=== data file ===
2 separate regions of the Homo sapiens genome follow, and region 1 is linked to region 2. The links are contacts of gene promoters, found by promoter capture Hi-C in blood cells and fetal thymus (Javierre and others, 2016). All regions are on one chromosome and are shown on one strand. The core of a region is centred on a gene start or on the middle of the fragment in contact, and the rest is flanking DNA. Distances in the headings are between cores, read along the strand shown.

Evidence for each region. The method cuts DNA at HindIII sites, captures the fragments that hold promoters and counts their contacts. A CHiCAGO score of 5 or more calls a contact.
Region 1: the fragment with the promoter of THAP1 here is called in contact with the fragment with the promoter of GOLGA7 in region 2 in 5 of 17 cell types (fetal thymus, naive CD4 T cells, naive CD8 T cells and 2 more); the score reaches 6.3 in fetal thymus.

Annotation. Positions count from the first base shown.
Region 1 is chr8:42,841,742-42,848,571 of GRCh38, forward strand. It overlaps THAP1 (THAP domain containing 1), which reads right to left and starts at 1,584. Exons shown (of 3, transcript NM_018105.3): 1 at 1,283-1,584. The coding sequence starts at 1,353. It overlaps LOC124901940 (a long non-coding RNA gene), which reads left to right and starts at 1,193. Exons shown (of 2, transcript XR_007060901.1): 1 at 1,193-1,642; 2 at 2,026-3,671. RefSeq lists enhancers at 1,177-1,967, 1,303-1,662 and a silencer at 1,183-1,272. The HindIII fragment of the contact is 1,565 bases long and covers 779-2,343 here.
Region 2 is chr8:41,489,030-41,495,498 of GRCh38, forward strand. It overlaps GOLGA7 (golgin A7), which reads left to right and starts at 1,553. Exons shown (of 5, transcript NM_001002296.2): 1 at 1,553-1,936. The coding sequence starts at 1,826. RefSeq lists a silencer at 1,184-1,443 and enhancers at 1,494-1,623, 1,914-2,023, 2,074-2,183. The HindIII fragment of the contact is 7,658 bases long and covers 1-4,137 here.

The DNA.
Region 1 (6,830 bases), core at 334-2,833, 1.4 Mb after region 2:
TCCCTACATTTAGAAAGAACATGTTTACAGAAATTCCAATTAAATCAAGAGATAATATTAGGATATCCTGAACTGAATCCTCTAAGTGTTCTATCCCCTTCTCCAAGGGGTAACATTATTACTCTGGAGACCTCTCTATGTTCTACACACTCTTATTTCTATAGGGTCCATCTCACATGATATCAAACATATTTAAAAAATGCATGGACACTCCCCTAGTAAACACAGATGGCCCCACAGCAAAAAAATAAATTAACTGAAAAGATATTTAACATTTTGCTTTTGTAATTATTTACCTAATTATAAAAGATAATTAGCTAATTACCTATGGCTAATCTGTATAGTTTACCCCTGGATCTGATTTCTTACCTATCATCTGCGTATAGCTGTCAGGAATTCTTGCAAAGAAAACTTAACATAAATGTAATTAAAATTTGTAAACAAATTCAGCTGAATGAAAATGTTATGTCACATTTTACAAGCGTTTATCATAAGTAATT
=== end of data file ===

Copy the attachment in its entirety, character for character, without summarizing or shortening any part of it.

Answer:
2 separate regions of the Homo sapiens genome follow, and region 1 is linked to region 2. The links are contacts of gene promoters, found by promoter capture Hi-C in blood cells and fetal thymus (Javierre and others, 2016). All regions are on one chromosome and are shown on one strand. The core of a region is centred on a gene start or on the middle of the fragment in contact, and the rest is flanking DNA. Distances in the headings are between cores, read along the strand shown.

Evidence for each region. The method cuts DNA at HindIII sites, captures the fragments that hold promoters and counts their contacts. A CHiCAGO score of 5 or more calls a contact.
Region 1: the fragment with the promoter of THAP1 here is called in contact with the fragment with the promoter of GOLGA7 in region 2 in 5 of 17 cell types (fetal thymus, naive CD4 T cells, naive CD8 T cells and 2 more); the score reaches 6.3 in fetal thymus.

Annotation. Positions count from the first base shown.
Region 1 is chr8:42,841,742-42,848,571 of GRCh38, forward strand. It overlaps THAP1 (THAP domain containing 1), which reads right to left and starts at 1,584. Exons shown (of 3, transcript NM_018105.3): 1 at 1,283-1,584. The coding sequence starts at 1,353. It overlaps LOC124901940 (a long non-coding RNA gene), which reads left to right and starts at 1,193. Exons shown (of 2, transcript XR_007060901.1): 1 at 1,193-1,642; 2 at 2,026-3,671. RefSeq lists enhancers at 1,177-1,967, 1,303-1,662 and a silencer at 1,183-1,272. The HindIII fragment of the contact is 1,565 bases long and covers 779-2,343 here.
Region 2 is chr8:41,489,030-41,495,498 of GRCh38, forward strand. It overlaps GOLGA7 (golgin A7), which reads left to right and starts at 1,553. Exons shown (of 5, transcript NM_001002296.2): 1 at 1,553-1,936. The coding sequence starts at 1,826. RefSeq lists a silencer at 1,184-1,443 and enhancers at 1,494-1,623, 1,914-2,023, 2,074-2,183. The HindIII fragment of the contact is 7,658 bases long and covers 1-4,137 here.

The DNA.
Region 1 (6,830 bases), core at 334-2,833, 1.4 Mb after region 2:
TCCCTACATTTAGAAAGAACATGTTTACAGAAATTCCAATTAAATCAAGAGATAATATTAGGATATCCTGAACTGAATCCTCTAAGTGTTCTATCCCCTTCTCCAAGGGGTAACATTATTACTCTGGAGACCTCTCTATGTTCTACACACTCTTATTTCTATAGGGTCCATCTCACATGATATCAAACATATTTAAAAAATGCATGGACACTCCCCTAGTAAACACAGATGGCCCCACAGCAAAAAAATAAATTAACTGAAAAGATATTTAACATTTTGCTTTTGTAATTATTTACCTAATTATAAAAGATAATTAGCTAATTACCTATGGCTAATCTGTATAGTTTACCCCTGGATCTGATTTCTTACCTATCATCTGCGTATAGCTGTCAGGAATTCTTGCAAAGAAAACTTAACATAAATGTAATTAAAATTTGTAAACAAATTCAGCTGAATGAAAATGTTATGTCACATTTTACAAGCGTTTATCATAAGTAATT